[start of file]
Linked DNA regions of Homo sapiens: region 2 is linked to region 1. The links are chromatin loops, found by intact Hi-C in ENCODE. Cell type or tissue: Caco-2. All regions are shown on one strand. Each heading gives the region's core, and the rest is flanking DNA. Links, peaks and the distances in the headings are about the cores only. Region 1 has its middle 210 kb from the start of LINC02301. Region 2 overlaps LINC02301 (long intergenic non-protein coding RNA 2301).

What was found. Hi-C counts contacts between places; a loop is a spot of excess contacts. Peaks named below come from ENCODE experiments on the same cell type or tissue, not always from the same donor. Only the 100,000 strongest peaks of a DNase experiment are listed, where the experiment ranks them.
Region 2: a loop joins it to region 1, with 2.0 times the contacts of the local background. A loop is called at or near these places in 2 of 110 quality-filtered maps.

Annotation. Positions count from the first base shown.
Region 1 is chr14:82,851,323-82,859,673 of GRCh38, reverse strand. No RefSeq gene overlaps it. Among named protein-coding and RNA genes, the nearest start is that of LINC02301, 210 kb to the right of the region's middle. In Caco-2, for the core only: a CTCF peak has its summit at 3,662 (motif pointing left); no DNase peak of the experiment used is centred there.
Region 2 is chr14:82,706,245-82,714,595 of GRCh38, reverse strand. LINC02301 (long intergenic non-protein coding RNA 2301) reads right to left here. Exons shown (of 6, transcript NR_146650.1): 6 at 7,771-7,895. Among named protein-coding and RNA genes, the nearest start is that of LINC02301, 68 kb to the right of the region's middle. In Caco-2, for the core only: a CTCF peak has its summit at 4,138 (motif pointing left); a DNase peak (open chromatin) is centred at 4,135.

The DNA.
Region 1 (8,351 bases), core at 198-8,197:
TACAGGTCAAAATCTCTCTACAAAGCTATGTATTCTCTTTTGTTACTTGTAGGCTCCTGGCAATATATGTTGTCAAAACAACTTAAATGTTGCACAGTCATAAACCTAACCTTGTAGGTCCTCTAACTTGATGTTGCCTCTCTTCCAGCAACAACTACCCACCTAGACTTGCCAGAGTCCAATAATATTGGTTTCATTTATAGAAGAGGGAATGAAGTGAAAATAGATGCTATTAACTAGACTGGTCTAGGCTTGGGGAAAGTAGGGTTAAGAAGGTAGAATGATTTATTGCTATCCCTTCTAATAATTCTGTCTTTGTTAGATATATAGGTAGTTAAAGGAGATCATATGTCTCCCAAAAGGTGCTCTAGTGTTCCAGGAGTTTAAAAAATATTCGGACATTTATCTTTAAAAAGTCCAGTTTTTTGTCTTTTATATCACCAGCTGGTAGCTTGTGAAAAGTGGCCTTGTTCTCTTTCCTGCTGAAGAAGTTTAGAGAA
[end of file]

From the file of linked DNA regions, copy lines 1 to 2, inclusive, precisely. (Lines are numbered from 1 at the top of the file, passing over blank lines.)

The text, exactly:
Linked DNA regions of Homo sapiens: region 2 is linked to region 1. The links are chromatin loops, found by intact Hi-C in ENCODE. Cell type or tissue: Caco-2. All regions are shown on one strand. Each heading gives the region's core, and the rest is flanking DNA. Links, peaks and the distances in the headings are about the cores only. Region 1 has its middle 210 kb from the start of LINC02301. Region 2 overlaps LINC02301 (long intergenic non-protein coding RNA 2301).

What was found. Hi-C counts contacts between places; a loop is a spot of excess contacts. Peaks named below come from ENCODE experiments on the same cell type or tissue, not always from the same donor. Only the 100,000 strongest peaks of a DNase experiment are listed, where the experiment ranks them.